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Stop me if you heard this one: a professional wrestler who transitioned to acting makes an action comedy in which he shares the screen with a precocious child costar.

Ever since the double leg drop of Hulk Hogan’s “Suburban Commando” and “Mr. Nanny,” it seems that part of the formula for getting over a wrestler as a movie star involves that sort of kid-oriented flick. Hogan did it, the Rock did it (wildly successfully, it should be added) and now we’re seeing offerings from the likes of John Cena and Dave Bautista.

Bautista stars in “My Spy,” currently available on Amazon Prime Video and for rental, precisely the sort of odd couple kiddie comedy we’re talking about. Now, Bautista is an interesting case, in that he initially skipped a few steps in the wrestler-to-movie star plan thanks to his delightful turn as Drax in the MCU, but apparently he still has to follow the rules, even if he does it out of order.

As you might expect, there’s not much here that you haven’t seen before. The standard beats are all present, landing with a steady deliberateness. This is not a movie that surprises in terms of structure or story; you’re pretty sure how it’s all going to go from the top.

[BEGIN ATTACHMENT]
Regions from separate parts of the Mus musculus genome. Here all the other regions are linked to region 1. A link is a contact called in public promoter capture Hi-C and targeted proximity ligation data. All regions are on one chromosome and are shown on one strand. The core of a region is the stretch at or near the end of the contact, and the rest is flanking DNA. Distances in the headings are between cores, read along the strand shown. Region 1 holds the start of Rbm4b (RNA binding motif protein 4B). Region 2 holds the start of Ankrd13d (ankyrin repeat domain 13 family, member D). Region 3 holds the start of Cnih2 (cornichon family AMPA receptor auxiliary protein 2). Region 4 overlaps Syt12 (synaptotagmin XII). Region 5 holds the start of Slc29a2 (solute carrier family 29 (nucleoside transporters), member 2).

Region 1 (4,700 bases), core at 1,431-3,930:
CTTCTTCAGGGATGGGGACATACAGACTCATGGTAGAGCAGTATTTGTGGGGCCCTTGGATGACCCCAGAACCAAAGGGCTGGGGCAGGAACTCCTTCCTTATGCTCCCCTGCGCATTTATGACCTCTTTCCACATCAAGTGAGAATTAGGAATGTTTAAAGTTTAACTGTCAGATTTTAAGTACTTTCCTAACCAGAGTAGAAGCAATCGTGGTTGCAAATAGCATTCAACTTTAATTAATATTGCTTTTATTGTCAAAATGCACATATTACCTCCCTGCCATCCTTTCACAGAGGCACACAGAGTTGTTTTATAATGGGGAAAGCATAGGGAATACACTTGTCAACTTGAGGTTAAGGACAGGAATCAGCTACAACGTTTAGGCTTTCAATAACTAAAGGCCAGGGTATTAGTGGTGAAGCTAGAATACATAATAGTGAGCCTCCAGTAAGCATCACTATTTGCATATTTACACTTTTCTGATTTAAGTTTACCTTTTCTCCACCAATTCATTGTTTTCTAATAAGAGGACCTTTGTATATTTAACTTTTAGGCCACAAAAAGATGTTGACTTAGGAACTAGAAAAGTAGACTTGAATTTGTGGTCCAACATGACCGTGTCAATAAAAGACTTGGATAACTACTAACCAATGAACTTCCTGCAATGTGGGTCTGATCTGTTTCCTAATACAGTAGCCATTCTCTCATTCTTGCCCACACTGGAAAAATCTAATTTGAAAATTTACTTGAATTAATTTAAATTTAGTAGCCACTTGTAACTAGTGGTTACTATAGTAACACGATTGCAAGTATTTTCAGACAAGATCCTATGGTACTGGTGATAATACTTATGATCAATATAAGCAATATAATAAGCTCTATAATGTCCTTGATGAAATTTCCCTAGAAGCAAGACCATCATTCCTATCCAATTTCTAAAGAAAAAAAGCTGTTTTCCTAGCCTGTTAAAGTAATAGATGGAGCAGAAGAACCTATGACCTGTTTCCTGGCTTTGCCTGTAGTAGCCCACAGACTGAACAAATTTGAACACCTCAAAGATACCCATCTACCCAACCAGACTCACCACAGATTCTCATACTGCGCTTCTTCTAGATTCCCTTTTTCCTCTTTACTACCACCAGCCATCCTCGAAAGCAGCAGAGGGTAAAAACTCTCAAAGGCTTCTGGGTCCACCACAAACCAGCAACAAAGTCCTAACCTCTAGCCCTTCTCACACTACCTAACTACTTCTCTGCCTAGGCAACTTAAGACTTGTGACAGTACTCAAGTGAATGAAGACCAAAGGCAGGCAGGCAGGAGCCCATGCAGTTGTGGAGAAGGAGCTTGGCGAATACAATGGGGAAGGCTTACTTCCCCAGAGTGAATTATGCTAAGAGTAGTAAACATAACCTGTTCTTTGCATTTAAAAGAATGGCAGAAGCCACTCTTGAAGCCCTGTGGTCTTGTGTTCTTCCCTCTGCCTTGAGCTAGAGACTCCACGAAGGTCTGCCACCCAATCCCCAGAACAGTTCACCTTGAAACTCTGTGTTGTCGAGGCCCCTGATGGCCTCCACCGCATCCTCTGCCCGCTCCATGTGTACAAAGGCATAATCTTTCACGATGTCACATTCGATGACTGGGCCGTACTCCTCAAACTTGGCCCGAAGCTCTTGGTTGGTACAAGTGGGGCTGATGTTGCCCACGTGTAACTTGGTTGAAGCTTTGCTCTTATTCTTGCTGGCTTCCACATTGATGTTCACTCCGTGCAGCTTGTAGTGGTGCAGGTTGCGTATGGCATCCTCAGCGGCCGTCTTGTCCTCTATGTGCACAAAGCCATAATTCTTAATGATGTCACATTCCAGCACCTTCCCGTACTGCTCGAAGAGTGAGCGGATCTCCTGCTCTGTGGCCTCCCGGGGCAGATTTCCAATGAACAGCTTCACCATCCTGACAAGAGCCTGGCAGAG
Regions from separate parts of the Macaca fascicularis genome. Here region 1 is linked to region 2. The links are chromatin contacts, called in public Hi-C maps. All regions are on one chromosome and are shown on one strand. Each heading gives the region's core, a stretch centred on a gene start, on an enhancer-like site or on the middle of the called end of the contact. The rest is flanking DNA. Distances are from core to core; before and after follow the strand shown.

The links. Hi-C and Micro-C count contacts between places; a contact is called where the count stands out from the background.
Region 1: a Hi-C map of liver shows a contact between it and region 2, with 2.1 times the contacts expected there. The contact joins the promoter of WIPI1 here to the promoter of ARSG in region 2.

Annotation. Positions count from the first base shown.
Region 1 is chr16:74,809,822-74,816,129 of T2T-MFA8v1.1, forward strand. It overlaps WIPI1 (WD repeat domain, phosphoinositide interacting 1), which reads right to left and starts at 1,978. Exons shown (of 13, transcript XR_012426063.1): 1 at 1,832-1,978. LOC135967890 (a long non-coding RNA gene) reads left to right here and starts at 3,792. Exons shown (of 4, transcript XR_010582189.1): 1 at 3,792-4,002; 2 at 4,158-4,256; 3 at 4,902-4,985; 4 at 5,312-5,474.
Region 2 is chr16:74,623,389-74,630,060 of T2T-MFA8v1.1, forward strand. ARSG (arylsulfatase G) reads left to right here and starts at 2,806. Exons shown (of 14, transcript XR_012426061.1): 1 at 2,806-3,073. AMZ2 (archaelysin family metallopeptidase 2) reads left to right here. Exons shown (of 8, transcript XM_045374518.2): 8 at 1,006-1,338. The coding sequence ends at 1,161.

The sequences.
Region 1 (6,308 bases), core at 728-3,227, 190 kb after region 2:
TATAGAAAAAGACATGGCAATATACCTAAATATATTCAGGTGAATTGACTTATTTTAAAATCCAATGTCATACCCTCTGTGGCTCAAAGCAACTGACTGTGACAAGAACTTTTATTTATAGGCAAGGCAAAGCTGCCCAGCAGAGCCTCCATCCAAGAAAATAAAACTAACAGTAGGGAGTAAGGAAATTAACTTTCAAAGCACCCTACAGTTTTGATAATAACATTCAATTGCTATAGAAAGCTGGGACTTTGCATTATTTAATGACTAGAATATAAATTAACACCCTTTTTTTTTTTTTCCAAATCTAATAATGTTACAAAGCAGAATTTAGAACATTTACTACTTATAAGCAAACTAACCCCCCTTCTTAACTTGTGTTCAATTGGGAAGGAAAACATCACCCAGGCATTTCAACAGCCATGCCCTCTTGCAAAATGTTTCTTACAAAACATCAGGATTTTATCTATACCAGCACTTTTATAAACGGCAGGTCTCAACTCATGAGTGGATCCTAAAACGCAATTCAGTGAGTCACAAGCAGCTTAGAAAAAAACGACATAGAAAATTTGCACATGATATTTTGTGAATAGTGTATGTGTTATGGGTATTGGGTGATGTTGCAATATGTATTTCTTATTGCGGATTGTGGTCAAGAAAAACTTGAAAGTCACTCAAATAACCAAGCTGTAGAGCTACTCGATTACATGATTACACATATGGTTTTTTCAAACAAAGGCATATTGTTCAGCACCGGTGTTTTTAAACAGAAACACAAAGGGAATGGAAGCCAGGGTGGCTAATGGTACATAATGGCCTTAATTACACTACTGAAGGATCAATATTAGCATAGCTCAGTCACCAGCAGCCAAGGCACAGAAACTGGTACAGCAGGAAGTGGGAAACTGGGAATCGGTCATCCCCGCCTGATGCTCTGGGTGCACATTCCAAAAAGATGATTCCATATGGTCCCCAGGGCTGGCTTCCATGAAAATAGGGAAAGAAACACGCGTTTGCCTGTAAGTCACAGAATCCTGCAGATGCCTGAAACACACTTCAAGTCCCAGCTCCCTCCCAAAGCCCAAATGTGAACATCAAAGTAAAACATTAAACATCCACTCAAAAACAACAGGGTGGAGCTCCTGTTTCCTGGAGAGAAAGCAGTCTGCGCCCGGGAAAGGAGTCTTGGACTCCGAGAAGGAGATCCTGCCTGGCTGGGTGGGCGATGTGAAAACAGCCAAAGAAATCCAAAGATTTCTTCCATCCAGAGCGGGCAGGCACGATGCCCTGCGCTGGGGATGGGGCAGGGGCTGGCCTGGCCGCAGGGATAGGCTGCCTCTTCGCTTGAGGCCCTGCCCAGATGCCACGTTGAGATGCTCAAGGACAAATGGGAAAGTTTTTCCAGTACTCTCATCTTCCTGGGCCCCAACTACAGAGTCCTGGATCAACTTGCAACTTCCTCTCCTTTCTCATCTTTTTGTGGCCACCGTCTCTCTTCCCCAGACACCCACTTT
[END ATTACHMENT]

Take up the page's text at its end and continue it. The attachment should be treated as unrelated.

And yet … it’s actually not bad. Not great, mind you, but charming enough, thanks to Bautista and (particularly) his young costar. It’s all perfectly pleasant, with some dumb jokes and a couple of fun supporting turns and some fun kid-friendly(ish) action sequences. Not memorable, but in a vaguely pleasant way.

Honestly, it could have been worse.

Published in Movies
Tuesday, 16 July 2019 19:31

‘Stuber’ far from five stars

Who among us doesn’t love a good buddy comedy? A movie with a dynamic central pairing that has good chemistry and good comedic timing – the sort of movie that can coast on the charisma of the foundational duo – can really be a great time. The right casting can cover for a lot of issues in terms of story and style.

“Stuber” is ALMOST such a movie.

The buddies in question are Kumail Nanjiani and Dave Bautista – and honestly, it’s a really good match. They’re a wonderful set of contrasts, in terms of both sensibility and physicality. There’s an ease between them that makes for an engaging relationship.

Unfortunately, it isn’t enough. There’s a stylistic inconsistency on the part of director Michael Dowse – the film can’t seem to choose a tone, leading to some shifts in energy that are pretty jarring. Add to that a muddy script from Tripper Clancy and you’re left with a film that, while entertaining at points, fails to fully utilize the considerable abilities of the two performers at its center.

Published in Movies

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